Optimization of Fermentation Conditions of Bacillus thuringiensis EC1 for Enhanced Methionine Production


Bacillus thuringiensis EC1, isolated from the fermented oil bean seed, Pentachletra macrophila Benthan, produced a methionine yield of 1.89 mg/ml. The influence of cultural conditions on methionine accumulation by B. thuringiensis EC1 showed that a 20% medium/fermenter volume ratio and a 5% inoculum size increased methionine yield. The carbon of choice was maltose and at 8% level stimulated methionine production. Among the nitrogen sources studied, ammonium sulphate was found to be the best and at 1% concentration produced a methionine yield of 2.56 mg/ml. All growth-promoting substances and their mixtures enhanced methionine accumulation by B. thuringiensis EC1. The effect of Vitamins on methionine production showed that riboflavin and thiamine HCl at 1.0 μg/ml yielded 2.49 mg/ml and 2.80 mg/ml methionine respectively. The influence of bivalent metals on methionine accumulation indicated that Zn2+ at all concentration stimulated methionine production. Mg2+ and Ba2+ at 0.1 μg/ml and 10.0 μg/ml respectively improved methionine yield. Optimizing the cultural conditions of B. thuringiensis EC1 in submerged medium gave a methionine yield of 3.18 mg/ml.

Share and Cite:

Anakwenze, V. , Ezemba, C. and Ekwealor, I. (2014) Optimization of Fermentation Conditions of Bacillus thuringiensis EC1 for Enhanced Methionine Production. Advances in Microbiology, 4, 344-352. doi: 10.4236/aim.2014.47041.

1. Introduction

Methionine, an essential amino acid was first isolated by Mueller [1] . High levels of methionine can be found in nuts, meat and some other plant foods. However, in humans and animals, this amino acid cannot be produced and is therefore an important nutrient additive in their feeding. The impact of L-methionine on animal nutrition and the consequences of its absence as a nutritive feed additive have been investigated. It was observed for poultry that the stability of shells decreases just as the milk production in cow does [2] .

Currently, methionine is produced either by chemical synthesis or hydrolyzing proteins. These processes are expensive. Chemical synthesis produces a mixture of D-and L-methionine [3] whereas hydrolysis of proteins leads to a complex mixture from which methionine must be separated. Biologically active L-methionine can be produced either by enzymatic synthesis (bioconversion of precursors), or by submerged fermentation using microorganisms [3] . Because fermentation processes have been able to inexpensively provide many other amino acids, there is a significant interest in developing a microbial process for commercial production of methionine [4] [5] .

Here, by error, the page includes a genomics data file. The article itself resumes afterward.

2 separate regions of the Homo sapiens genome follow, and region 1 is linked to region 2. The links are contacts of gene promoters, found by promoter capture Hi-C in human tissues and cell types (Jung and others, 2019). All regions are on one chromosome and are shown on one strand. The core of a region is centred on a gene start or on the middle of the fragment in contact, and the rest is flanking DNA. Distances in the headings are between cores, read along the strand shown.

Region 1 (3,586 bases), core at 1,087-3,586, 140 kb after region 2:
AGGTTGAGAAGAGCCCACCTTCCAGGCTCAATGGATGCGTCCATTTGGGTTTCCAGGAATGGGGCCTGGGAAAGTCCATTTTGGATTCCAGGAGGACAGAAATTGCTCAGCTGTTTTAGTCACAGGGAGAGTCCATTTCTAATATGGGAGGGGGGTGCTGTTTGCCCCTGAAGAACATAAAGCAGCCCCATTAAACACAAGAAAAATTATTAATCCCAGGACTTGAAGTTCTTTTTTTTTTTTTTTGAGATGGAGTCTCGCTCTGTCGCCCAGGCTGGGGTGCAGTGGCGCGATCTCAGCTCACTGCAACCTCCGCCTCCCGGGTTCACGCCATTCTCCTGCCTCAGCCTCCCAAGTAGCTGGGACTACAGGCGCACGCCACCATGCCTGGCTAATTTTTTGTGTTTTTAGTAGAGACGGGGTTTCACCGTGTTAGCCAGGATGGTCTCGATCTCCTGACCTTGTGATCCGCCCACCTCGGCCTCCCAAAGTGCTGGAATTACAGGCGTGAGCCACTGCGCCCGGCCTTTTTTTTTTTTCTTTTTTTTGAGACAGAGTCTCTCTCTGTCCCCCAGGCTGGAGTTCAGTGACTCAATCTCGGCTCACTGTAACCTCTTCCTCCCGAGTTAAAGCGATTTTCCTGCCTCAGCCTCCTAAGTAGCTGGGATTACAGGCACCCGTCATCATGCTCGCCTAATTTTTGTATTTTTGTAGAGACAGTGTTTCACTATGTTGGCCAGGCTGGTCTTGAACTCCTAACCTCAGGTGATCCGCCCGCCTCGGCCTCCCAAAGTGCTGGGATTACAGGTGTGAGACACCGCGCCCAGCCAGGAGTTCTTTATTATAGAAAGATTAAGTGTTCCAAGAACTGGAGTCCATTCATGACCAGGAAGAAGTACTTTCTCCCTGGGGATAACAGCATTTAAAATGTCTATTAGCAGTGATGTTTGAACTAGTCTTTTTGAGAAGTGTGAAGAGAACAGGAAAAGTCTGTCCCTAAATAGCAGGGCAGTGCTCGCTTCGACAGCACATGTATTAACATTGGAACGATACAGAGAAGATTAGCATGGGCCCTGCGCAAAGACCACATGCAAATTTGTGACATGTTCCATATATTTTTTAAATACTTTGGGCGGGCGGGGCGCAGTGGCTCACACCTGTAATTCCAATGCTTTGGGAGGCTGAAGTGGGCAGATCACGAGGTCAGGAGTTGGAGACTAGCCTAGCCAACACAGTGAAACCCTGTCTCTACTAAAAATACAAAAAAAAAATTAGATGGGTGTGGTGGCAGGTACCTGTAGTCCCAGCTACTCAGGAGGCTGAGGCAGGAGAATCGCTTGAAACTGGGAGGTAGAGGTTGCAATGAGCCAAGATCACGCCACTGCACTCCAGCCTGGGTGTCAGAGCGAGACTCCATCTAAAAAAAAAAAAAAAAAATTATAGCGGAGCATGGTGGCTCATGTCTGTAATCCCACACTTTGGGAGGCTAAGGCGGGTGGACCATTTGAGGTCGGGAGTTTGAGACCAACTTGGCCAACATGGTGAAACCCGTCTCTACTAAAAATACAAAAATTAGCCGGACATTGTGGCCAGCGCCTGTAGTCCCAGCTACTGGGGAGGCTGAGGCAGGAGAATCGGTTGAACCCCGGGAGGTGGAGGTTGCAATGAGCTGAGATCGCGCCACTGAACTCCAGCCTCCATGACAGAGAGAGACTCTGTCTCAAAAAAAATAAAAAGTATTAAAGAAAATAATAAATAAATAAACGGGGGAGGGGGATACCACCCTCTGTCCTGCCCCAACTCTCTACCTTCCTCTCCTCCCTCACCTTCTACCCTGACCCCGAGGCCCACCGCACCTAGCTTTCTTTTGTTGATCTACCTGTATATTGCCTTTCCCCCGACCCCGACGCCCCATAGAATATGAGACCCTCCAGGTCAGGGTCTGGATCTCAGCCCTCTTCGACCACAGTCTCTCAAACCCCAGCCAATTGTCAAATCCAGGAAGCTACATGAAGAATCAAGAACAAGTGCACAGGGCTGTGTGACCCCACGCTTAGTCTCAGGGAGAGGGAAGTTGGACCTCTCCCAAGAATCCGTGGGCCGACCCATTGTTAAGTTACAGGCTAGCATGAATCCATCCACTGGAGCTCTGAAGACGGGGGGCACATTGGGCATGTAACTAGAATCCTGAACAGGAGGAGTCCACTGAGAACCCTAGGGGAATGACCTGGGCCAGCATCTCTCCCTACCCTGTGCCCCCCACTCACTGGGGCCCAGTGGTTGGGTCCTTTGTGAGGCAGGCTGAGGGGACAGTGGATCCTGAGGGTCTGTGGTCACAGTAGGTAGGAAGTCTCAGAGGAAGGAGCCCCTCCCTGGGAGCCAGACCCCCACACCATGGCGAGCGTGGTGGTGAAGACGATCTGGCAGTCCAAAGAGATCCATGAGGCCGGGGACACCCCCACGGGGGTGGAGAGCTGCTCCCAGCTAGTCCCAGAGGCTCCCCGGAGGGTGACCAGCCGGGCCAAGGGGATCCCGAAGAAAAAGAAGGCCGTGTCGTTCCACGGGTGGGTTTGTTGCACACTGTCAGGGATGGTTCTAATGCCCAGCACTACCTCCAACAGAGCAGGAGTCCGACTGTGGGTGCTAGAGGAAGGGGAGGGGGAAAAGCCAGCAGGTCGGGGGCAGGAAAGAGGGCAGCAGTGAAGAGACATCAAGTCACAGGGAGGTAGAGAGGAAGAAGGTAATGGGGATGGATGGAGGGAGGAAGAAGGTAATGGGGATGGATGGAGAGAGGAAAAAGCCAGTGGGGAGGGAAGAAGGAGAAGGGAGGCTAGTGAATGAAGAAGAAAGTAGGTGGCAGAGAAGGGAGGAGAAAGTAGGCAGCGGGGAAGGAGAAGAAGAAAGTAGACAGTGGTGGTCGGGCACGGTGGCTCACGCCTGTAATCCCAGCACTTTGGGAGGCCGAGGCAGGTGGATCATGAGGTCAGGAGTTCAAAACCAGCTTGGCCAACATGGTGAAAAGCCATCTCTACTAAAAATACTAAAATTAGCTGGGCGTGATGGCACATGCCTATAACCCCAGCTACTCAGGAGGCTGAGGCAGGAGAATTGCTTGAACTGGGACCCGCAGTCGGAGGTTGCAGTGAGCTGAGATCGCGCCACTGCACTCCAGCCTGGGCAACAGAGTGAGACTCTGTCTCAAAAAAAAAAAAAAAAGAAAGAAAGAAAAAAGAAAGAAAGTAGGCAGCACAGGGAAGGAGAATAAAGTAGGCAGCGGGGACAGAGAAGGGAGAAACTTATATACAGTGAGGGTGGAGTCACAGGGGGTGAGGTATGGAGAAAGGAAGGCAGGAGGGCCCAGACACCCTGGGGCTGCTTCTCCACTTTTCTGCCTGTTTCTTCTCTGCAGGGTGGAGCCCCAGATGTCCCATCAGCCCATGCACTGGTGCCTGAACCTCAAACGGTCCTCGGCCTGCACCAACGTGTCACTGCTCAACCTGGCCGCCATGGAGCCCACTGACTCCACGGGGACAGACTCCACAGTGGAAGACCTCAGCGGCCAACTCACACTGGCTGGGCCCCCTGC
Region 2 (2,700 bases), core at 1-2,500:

A number of microorganisms capable of producing amino acids have been isolated and amino acids such as lysine, threonine, isoleucine and histidine have been produced successfully by fermentation [6] [7] . Attempts have been made to overproduce biologically active L-methionine using fermentation [8] -[10] .

This study was conducted to examine the influence of cultural conditions on methionine accumulation by Bacillus thuringiensis EC1.

2. Materials and Methods

2.1. Microorganism

Bacillus thuringiensis EC1, isolated from fermented oil bean seeds, Pentachletra macrophila Benthan and identified based on 16S rRNA sequencing at Macrogen Incop., Republic of Korea was used. The organism was maintained on Nutrient Agar (Lab M) slant at 4˚C.

Fermentation in Submerged Medium

Fermentation was carried out following the method described by Ozulu et al. [11] . A loopful of a 24 h culture of Bacillus thuringiensis EC1was inoculated into 1ml of a sterile seed medium (peptone, 10.0 g; yeast extract, 10.0 g; NaCl, 5.0 g; H2O, 1 L; pH 7.2) in a test tube and incubated at 30˚C on a VWR DS2-500-2 orbital shaker at 160 rpm for 24 h. A 100 ml Erlenmeyer flask containing 20 ml of the sterile fermentation medium {KH2PO4, 0.05 g; K2HPO4, 0.05 g; MgSO4∙7H2O, 0.1 g; MnSO4∙4H2O, 0.001 g; FeSO4∙7H2O, 0.001 g; CaCO3, 20.0 g; (basal medium), glucose, 20.0 g, (NH4)2SO4, 10.0 g; H2O, 1 L; pH 7.2} was inoculated with 1ml (ca. 3.15 × 106 cell/ml) of the seed medium. The flasks prepared in duplicates were incubated at 30˚C on a shaker (160 rpm) and the broth culture assayed for methionine accumulation after 72 h. Uninoculated flasks served as control.

Methionine Assay

Methionine was assayed for, following the method described by Greenstein and Wintz [12] . The broth culture was centrifuged at 1500 × g for 15 min and 5 ml of the supernatant in a test tube was added 1ml of 5 N NaOH and 0.1 ml of 10% sodium nitroprusside solution. The tube was thoroughly shaken and the mixture allowed to stand for 10 min. Then 2 ml of 3% aqueous solution of glycine was added to the reaction mixture with frequent shaking over a period of 10min. After an additional 10 min interval, 2 ml of concentrated orthophosphoric acid was added drop wise to the mixture and the test tube properly shaken. Colour development was allowed to proceed for 5 min and colour intensity measured at 540 nm in a spectrophotometer (PerkinElmer Lambda 35 UV-VIS). The methionine yield was extrapolated from a standard methionine curve.

2.2. Optimization of Fermentation Conditions for Methionine Production

2.2.1. Effect of Medium/Fermenter Volume Ratio and Inoculum Size on Methionine Production

The effects of medium/fermenter volume ratio (volume of the culture medium: volume of fermentation flask) and inoculum size on methionine production by Bacillus thuringiensis EC1 were examined. Erlenmeyer flasks (100 ml) with different volumes (20, 25, 30 ml) of the sterile fermentation medium were each inoculated with 1 ml of seed inoculum. Each 1 ml contains a loopful (ca. 3.15 × 106 cell/ml) or two loopfuls (ca. 7.56 × 108 cell/ml). The flasks were incubated and methionine accumulation determined as previously described.